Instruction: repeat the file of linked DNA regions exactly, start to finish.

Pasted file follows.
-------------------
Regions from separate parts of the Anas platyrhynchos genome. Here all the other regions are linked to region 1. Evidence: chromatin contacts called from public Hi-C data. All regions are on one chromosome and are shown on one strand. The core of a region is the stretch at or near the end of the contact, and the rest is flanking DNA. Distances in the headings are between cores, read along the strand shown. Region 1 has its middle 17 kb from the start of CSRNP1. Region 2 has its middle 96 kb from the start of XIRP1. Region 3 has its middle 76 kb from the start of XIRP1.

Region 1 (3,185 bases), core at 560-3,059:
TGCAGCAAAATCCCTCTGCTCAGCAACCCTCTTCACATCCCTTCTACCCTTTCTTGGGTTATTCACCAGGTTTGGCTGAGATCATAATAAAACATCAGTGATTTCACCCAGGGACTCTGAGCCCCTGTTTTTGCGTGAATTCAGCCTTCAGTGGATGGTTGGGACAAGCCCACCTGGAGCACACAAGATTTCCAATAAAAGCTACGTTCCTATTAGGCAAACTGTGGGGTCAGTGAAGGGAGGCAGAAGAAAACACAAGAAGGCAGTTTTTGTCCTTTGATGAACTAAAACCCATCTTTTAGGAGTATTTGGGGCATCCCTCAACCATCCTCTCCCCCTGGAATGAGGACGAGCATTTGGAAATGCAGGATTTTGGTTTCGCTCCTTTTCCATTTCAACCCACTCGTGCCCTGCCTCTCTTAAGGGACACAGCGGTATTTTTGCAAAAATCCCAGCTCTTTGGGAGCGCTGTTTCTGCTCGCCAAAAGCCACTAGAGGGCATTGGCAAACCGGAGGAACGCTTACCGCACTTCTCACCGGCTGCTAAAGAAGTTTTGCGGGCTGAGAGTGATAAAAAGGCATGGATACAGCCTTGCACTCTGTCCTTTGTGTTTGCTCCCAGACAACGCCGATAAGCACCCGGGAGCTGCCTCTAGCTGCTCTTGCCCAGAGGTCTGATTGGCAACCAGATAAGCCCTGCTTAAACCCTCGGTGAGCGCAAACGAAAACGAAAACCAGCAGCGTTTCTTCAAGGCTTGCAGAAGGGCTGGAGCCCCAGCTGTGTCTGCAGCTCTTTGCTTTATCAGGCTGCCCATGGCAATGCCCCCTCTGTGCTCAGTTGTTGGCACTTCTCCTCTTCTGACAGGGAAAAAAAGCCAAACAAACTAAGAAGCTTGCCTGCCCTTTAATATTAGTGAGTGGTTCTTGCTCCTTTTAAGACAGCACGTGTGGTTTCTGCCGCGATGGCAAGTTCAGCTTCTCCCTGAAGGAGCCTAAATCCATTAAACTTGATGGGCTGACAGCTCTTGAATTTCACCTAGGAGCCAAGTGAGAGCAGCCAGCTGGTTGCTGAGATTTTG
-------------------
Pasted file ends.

Regions from separate parts of the Anas platyrhynchos genome. Here all the other regions are linked to region 1. Evidence: chromatin contacts called from public Hi-C data. All regions are on one chromosome and are shown on one strand. The core of a region is the stretch at or near the end of the contact, and the rest is flanking DNA. Distances in the headings are between cores, read along the strand shown. Region 1 has its middle 17 kb from the start of CSRNP1. Region 2 has its middle 96 kb from the start of XIRP1. Region 3 has its middle 76 kb from the start of XIRP1.

Region 1 (3,185 bases), core at 560-3,059:
TGCAGCAAAATCCCTCTGCTCAGCAACCCTCTTCACATCCCTTCTACCCTTTCTTGGGTTATTCACCAGGTTTGGCTGAGATCATAATAAAACATCAGTGATTTCACCCAGGGACTCTGAGCCCCTGTTTTTGCGTGAATTCAGCCTTCAGTGGATGGTTGGGACAAGCCCACCTGGAGCACACAAGATTTCCAATAAAAGCTACGTTCCTATTAGGCAAACTGTGGGGTCAGTGAAGGGAGGCAGAAGAAAACACAAGAAGGCAGTTTTTGTCCTTTGATGAACTAAAACCCATCTTTTAGGAGTATTTGGGGCATCCCTCAACCATCCTCTCCCCCTGGAATGAGGACGAGCATTTGGAAATGCAGGATTTTGGTTTCGCTCCTTTTCCATTTCAACCCACTCGTGCCCTGCCTCTCTTAAGGGACACAGCGGTATTTTTGCAAAAATCCCAGCTCTTTGGGAGCGCTGTTTCTGCTCGCCAAAAGCCACTAGAGGGCATTGGCAAACCGGAGGAACGCTTACCGCACTTCTCACCGGCTGCTAAAGAAGTTTTGCGGGCTGAGAGTGATAAAAAGGCATGGATACAGCCTTGCACTCTGTCCTTTGTGTTTGCTCCCAGACAACGCCGATAAGCACCCGGGAGCTGCCTCTAGCTGCTCTTGCCCAGAGGTCTGATTGGCAACCAGATAAGCCCTGCTTAAACCCTCGGTGAGCGCAAACGAAAACGAAAACCAGCAGCGTTTCTTCAAGGCTTGCAGAAGGGCTGGAGCCCCAGCTGTGTCTGCAGCTCTTTGCTTTATCAGGCTGCCCATGGCAATGCCCCCTCTGTGCTCAGTTGTTGGCACTTCTCCTCTTCTGACAGGGAAAAAAAGCCAAACAAACTAAGAAGCTTGCCTGCCCTTTAATATTAGTGAGTGGTTCTTGCTCCTTTTAAGACAGCACGTGTGGTTTCTGCCGCGATGGCAAGTTCAGCTTCTCCCTGAAGGAGCCTAAATCCATTAAACTTGATGGGCTGACAGCTCTTGAATTTCACCTAGGAGCCAAGTGAGAGCAGCCAGCTGGTTGCTGAGATTTTG